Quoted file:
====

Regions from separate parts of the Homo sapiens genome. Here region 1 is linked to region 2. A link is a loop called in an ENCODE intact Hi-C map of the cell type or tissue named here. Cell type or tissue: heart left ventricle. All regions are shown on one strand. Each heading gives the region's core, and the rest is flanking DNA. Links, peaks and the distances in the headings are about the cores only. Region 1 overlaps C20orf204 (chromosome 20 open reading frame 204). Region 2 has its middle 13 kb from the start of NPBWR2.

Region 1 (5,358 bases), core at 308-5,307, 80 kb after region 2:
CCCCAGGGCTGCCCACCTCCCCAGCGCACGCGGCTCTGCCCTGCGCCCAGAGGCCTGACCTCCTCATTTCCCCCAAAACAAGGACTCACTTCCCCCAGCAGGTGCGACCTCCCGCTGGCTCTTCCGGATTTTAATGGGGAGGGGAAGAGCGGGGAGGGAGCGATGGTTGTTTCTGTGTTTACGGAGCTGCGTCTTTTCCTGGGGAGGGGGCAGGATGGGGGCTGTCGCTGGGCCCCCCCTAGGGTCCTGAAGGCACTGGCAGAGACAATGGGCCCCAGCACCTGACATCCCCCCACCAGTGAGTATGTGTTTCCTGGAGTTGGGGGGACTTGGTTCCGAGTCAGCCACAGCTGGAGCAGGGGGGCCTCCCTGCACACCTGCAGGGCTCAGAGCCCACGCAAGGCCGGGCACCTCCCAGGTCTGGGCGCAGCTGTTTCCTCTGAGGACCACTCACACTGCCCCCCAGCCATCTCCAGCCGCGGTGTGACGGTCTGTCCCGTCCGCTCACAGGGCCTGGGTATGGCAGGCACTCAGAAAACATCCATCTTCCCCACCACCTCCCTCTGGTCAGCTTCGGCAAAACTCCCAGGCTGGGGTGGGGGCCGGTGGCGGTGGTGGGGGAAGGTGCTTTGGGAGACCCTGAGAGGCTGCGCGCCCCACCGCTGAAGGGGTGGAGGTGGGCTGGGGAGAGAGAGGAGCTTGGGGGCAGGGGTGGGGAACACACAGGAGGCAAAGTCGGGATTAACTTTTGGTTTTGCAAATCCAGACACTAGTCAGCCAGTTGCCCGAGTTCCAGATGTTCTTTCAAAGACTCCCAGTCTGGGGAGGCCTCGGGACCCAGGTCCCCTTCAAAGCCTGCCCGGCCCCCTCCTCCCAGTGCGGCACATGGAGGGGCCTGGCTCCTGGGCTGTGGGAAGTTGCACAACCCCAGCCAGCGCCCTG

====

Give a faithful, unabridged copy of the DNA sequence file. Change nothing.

Regions from separate parts of the Homo sapiens genome. Here region 1 is linked to region 2. A link is a loop called in an ENCODE intact Hi-C map of the cell type or tissue named here. Cell type or tissue: heart left ventricle. All regions are shown on one strand. Each heading gives the region's core, and the rest is flanking DNA. Links, peaks and the distances in the headings are about the cores only. Region 1 overlaps C20orf204 (chromosome 20 open reading frame 204). Region 2 has its middle 13 kb from the start of NPBWR2.

Region 1 (5,358 bases), core at 308-5,307, 80 kb after region 2:
CCCCAGGGCTGCCCACCTCCCCAGCGCACGCGGCTCTGCCCTGCGCCCAGAGGCCTGACCTCCTCATTTCCCCCAAAACAAGGACTCACTTCCCCCAGCAGGTGCGACCTCCCGCTGGCTCTTCCGGATTTTAATGGGGAGGGGAAGAGCGGGGAGGGAGCGATGGTTGTTTCTGTGTTTACGGAGCTGCGTCTTTTCCTGGGGAGGGGGCAGGATGGGGGCTGTCGCTGGGCCCCCCCTAGGGTCCTGAAGGCACTGGCAGAGACAATGGGCCCCAGCACCTGACATCCCCCCACCAGTGAGTATGTGTTTCCTGGAGTTGGGGGGACTTGGTTCCGAGTCAGCCACAGCTGGAGCAGGGGGGCCTCCCTGCACACCTGCAGGGCTCAGAGCCCACGCAAGGCCGGGCACCTCCCAGGTCTGGGCGCAGCTGTTTCCTCTGAGGACCACTCACACTGCCCCCCAGCCATCTCCAGCCGCGGTGTGACGGTCTGTCCCGTCCGCTCACAGGGCCTGGGTATGGCAGGCACTCAGAAAACATCCATCTTCCCCACCACCTCCCTCTGGTCAGCTTCGGCAAAACTCCCAGGCTGGGGTGGGGGCCGGTGGCGGTGGTGGGGGAAGGTGCTTTGGGAGACCCTGAGAGGCTGCGCGCCCCACCGCTGAAGGGGTGGAGGTGGGCTGGGGAGAGAGAGGAGCTTGGGGGCAGGGGTGGGGAACACACAGGAGGCAAAGTCGGGATTAACTTTTGGTTTTGCAAATCCAGACACTAGTCAGCCAGTTGCCCGAGTTCCAGATGTTCTTTCAAAGACTCCCAGTCTGGGGAGGCCTCGGGACCCAGGTCCCCTTCAAAGCCTGCCCGGCCCCCTCCTCCCAGTGCGGCACATGGAGGGGCCTGGCTCCTGGGCTGTGGGAAGTTGCACAACCCCAGCCAGCGCCCTG